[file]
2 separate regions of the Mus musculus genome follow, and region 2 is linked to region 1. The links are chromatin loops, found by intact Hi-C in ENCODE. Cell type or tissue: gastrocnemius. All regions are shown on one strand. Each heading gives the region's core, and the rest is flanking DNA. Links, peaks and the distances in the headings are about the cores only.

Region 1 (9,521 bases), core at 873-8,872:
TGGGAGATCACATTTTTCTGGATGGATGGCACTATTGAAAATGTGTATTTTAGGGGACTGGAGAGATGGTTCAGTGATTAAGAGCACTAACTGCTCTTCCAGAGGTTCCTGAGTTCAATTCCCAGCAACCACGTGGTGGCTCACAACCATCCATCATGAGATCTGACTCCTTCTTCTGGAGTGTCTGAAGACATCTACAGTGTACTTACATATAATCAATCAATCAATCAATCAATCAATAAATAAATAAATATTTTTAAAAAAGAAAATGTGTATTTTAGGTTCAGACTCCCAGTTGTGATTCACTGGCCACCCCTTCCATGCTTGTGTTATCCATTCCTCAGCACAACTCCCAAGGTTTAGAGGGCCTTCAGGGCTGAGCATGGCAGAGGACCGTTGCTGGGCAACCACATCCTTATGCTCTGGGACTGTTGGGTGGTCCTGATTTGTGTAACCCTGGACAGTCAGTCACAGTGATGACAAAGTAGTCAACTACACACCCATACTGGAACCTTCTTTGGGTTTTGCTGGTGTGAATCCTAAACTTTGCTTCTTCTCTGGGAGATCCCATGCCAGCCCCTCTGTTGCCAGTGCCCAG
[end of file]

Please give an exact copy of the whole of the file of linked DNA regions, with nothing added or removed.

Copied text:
2 separate regions of the Mus musculus genome follow, and region 2 is linked to region 1. The links are chromatin loops, found by intact Hi-C in ENCODE. Cell type or tissue: gastrocnemius. All regions are shown on one strand. Each heading gives the region's core, and the rest is flanking DNA. Links, peaks and the distances in the headings are about the cores only.

Region 1 (9,521 bases), core at 873-8,872:
TGGGAGATCACATTTTTCTGGATGGATGGCACTATTGAAAATGTGTATTTTAGGGGACTGGAGAGATGGTTCAGTGATTAAGAGCACTAACTGCTCTTCCAGAGGTTCCTGAGTTCAATTCCCAGCAACCACGTGGTGGCTCACAACCATCCATCATGAGATCTGACTCCTTCTTCTGGAGTGTCTGAAGACATCTACAGTGTACTTACATATAATCAATCAATCAATCAATCAATCAATAAATAAATAAATATTTTTAAAAAAGAAAATGTGTATTTTAGGTTCAGACTCCCAGTTGTGATTCACTGGCCACCCCTTCCATGCTTGTGTTATCCATTCCTCAGCACAACTCCCAAGGTTTAGAGGGCCTTCAGGGCTGAGCATGGCAGAGGACCGTTGCTGGGCAACCACATCCTTATGCTCTGGGACTGTTGGGTGGTCCTGATTTGTGTAACCCTGGACAGTCAGTCACAGTGATGACAAAGTAGTCAACTACACACCCATACTGGAACCTTCTTTGGGTTTTGCTGGTGTGAATCCTAAACTTTGCTTCTTCTCTGGGAGATCCCATGCCAGCCCCTCTGTTGCCAGTGCCCAG